Jeff Malpas on the topology of the event.
The Event plays a similar role, in Heidegger’s later thinking, to that played by originary temporality in Being and Time. But whereas the structure of originary temporality was that which underlay the other structures of Dasein, including iìe structure of spatiality and perhaps also of world, and from which those structures were somehow “derived,” the Event does not underlie nor is it that from which any sort of “derivation” is possible. instead, the Event encompasses earth and world, as well as mortals and gods, even as they come to appearance in the Event. At the same time, the dynamic interrelatedness of earth and world (what Heidegger refers to in "The Origin of the Work of Art" in terms of strife) is itself constitutive of the Event as such.
The structure that appears in "The Origin of the Work of Art" and that also seems present in the Contributions might be thought to be an early version of what appears later, in essays such as "Building Dwelling Thinking," as the Fourfold (Das Geviert). There is undoubtedly a lineage here but the former structure is built around what is properly a "Twofold" rather than a Fourfold, since it is constituted around one key axis, that between earth and world. There can he no doubt, however, that the structure at issue is very different from that which is set out in Being and Time. Whereas the earlier structure is indeed one that moves through a succession of ever more fundamental layers, the later structure is one of mutually related elements that are together constitutive of the overall structure at issue — that being the "there/here" that is surely best understood as topos — in which no one element takes absolute precedence over any other.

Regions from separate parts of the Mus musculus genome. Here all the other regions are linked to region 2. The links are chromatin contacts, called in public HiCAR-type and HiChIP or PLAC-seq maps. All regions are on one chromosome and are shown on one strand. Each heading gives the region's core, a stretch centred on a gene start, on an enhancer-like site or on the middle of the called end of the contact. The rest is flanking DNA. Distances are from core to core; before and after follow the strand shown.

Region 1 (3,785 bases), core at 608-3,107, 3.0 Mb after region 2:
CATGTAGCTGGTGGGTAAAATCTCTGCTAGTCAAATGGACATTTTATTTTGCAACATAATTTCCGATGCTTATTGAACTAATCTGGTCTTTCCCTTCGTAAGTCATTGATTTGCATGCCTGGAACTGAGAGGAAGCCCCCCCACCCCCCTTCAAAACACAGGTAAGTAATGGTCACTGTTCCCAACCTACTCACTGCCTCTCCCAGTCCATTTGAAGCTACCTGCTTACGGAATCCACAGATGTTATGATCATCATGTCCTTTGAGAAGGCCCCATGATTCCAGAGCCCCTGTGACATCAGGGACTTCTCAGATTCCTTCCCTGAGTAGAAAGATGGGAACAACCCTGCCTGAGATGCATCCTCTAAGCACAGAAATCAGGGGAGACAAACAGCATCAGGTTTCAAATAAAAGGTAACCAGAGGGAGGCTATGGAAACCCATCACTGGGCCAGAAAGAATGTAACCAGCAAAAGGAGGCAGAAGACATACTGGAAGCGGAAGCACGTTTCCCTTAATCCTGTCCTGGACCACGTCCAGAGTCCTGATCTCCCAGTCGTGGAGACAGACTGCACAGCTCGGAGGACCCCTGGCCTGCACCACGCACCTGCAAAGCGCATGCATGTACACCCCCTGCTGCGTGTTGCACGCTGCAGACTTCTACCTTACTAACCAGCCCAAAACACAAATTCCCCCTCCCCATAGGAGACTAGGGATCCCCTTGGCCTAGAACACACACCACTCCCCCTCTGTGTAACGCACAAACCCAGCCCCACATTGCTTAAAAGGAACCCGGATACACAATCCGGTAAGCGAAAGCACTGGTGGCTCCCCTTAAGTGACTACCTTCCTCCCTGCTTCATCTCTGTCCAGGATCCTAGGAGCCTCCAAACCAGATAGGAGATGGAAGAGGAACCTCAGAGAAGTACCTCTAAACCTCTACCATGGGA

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The rethinking of world that Heidegger undertakes in the period following Being and Time is thus directly connected with his attempt to clarify the problem of world in a way that does not take world as somehow a projection of human activity, and yet nevertheless also recognizes the essential entanglement of the world with the human—the essential entanglement of being with human being. By the late 1940s, the twofold structure that appears in "The Origin of the Work of Art" and in Contributions has given way to (lie fully developed notion of the Fourfold that is familiar from a number of Heidegger’s postwar essays, including "The Thing" and "Building Dwelling Thinking." The structure of the Fourfold is analogous to that found in Contributions and in “The Origin of the Work of Art,” but whereas the earlier structure had a central earth—workl axis, tite later structure is built around two axes, earth—sky and gods—mortals, while "world" now designates not one element within the structure, but rather the dynamic unity of the structure as a whole—a unity that is also designated in terms of the Event, and that is, as I read it, essentially topological in character.